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Lecture# Cut-off Phenomenon: Proof Ideas

Description

This lecture delves into the cut-off phenomenon, presenting proof ideas related to the theorem and inequality, showcasing the convergence of distributions as a parameter increases. The instructor explains the concept through examples and explores the implications of the phenomenon in random walks on hypercubes.

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In course

COM-516: Markov chains and algorithmic applications

The study of random walks finds many applications in computer science and communications. The goal of the course is to get familiar with the theory of random walks, and to get an overview of some appl

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Related concepts (47)

In probability theory, a distribution is said to be stable if a linear combination of two independent random variables with this distribution has the same distribution, up to location and scale parameters. A random variable is said to be stable if its distribution is stable. The stable distribution family is also sometimes referred to as the Lévy alpha-stable distribution, after Paul Lévy, the first mathematician to have studied it. Of the four parameters defining the family, most attention has been focused on the stability parameter, (see panel).

In probability theory, heavy-tailed distributions are probability distributions whose tails are not exponentially bounded: that is, they have heavier tails than the exponential distribution. In many applications it is the right tail of the distribution that is of interest, but a distribution may have a heavy left tail, or both tails may be heavy. There are three important subclasses of heavy-tailed distributions: the fat-tailed distributions, the long-tailed distributions, and the subexponential distributions.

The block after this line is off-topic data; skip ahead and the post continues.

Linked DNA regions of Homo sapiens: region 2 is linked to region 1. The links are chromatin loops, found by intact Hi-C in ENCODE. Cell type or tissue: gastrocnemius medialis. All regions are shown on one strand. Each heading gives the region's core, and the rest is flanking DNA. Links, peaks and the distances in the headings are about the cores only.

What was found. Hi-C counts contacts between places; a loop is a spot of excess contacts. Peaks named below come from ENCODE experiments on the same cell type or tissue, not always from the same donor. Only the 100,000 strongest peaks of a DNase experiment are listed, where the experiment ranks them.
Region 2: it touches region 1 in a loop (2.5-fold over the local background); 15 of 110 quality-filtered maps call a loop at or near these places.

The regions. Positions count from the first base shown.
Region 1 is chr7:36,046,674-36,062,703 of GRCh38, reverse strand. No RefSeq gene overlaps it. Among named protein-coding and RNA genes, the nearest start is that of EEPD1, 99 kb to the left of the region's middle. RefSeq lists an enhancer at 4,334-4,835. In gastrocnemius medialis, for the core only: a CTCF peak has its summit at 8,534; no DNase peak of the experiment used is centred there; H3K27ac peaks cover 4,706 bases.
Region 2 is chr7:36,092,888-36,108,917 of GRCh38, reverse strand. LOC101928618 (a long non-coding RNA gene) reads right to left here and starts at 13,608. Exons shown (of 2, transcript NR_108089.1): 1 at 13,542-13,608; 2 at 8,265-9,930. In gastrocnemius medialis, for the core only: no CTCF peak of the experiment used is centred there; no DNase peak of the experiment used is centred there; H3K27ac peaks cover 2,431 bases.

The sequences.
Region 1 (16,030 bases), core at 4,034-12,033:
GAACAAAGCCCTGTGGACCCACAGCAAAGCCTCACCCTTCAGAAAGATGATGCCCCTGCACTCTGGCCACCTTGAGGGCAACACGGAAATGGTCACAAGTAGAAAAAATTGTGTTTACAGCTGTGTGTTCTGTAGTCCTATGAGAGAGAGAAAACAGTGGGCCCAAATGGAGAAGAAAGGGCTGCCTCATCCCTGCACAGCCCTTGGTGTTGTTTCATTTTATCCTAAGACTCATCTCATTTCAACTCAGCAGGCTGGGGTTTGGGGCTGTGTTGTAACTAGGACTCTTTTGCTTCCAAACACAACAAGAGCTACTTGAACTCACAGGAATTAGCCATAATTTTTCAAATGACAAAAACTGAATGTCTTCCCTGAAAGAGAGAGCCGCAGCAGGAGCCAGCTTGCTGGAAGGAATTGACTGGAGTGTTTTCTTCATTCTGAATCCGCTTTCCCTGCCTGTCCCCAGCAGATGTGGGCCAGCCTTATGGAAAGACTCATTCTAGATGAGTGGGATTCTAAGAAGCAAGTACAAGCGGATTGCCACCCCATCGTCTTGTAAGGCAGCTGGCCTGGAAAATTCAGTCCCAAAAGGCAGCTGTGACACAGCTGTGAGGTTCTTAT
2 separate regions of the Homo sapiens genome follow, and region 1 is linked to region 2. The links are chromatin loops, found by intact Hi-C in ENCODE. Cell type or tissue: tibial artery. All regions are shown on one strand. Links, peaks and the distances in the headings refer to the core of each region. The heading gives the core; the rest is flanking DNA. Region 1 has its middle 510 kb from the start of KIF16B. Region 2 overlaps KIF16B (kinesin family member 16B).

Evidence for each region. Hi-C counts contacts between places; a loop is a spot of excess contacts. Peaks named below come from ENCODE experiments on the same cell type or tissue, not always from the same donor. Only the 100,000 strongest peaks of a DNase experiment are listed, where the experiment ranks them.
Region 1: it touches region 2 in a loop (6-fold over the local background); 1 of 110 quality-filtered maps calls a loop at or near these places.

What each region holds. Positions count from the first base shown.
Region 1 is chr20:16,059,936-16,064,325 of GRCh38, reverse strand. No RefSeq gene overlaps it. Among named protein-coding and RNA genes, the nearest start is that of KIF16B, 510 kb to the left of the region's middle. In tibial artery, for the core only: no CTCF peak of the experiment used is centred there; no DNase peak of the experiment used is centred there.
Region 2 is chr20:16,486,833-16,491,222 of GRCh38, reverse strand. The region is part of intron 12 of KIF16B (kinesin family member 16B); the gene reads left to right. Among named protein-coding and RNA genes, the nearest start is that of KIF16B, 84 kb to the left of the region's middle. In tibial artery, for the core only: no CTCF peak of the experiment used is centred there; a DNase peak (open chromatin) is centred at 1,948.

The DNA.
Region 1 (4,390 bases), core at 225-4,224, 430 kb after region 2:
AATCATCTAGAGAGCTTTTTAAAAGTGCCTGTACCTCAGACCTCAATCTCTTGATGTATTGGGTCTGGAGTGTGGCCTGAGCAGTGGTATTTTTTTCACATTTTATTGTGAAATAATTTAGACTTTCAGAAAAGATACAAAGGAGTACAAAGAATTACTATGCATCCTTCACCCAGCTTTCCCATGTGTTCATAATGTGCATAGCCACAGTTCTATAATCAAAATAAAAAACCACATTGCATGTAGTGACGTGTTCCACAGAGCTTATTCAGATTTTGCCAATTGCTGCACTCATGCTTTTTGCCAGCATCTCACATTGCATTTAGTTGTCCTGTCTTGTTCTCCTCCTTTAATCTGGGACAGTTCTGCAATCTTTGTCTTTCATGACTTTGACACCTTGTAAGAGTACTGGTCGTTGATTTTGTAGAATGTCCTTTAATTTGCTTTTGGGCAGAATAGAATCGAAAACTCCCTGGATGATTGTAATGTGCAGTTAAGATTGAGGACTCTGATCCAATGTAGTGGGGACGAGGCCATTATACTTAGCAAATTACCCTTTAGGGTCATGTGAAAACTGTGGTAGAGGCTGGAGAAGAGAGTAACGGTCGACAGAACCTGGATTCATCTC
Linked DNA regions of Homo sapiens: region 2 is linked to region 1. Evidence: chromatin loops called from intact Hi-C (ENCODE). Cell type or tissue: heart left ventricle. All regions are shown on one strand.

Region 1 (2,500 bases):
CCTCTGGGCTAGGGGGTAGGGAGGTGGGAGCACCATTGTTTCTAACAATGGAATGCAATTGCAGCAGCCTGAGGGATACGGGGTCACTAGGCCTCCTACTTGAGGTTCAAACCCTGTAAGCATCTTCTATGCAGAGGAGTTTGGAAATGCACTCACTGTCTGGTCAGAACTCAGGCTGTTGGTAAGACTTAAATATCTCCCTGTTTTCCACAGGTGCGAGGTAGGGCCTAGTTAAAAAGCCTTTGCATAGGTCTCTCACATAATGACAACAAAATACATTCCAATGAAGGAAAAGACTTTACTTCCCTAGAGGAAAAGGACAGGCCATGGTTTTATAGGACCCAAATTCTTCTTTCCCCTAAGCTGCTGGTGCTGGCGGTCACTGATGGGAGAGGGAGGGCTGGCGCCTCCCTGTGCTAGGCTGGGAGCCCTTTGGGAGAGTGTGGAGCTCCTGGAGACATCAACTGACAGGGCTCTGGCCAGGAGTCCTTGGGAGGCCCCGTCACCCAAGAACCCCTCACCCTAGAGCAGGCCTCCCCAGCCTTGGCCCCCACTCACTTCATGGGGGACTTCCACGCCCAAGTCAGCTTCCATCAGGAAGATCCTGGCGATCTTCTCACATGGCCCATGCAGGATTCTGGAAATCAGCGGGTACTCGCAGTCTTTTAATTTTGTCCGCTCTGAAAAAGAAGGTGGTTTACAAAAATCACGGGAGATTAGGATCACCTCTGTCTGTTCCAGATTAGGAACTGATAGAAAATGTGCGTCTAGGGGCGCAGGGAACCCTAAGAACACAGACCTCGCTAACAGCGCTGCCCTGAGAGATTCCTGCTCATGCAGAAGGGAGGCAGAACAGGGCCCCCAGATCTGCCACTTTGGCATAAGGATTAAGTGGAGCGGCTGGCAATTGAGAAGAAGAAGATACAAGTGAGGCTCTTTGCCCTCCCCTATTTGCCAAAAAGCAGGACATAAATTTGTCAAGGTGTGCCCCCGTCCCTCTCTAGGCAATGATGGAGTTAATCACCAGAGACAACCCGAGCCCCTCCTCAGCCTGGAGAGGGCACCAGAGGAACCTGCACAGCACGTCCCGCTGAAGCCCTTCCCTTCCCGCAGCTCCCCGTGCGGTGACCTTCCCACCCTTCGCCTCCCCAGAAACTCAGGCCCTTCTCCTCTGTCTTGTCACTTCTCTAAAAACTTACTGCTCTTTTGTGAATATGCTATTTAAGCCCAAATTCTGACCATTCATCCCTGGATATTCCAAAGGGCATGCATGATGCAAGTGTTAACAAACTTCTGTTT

In statistics, a normal distribution or Gaussian distribution is a type of continuous probability distribution for a real-valued random variable. The general form of its probability density function is The parameter is the mean or expectation of the distribution (and also its median and mode), while the parameter is its standard deviation. The variance of the distribution is . A random variable with a Gaussian distribution is said to be normally distributed, and is called a normal deviate.

A ratio distribution (also known as a quotient distribution) is a probability distribution constructed as the distribution of the ratio of random variables having two other known distributions. Given two (usually independent) random variables X and Y, the distribution of the random variable Z that is formed as the ratio Z = X/Y is a ratio distribution. An example is the Cauchy distribution (also called the normal ratio distribution), which comes about as the ratio of two normally distributed variables with zero mean.

In probability theory, an indecomposable distribution is a probability distribution that cannot be represented as the distribution of the sum of two or more non-constant independent random variables: Z ≠ X + Y. If it can be so expressed, it is decomposable: Z = X + Y. If, further, it can be expressed as the distribution of the sum of two or more independent identically distributed random variables, then it is divisible: Z = X1 + X2. The simplest examples are Bernoulli-distributeds: if then the probability distribution of X is indecomposable.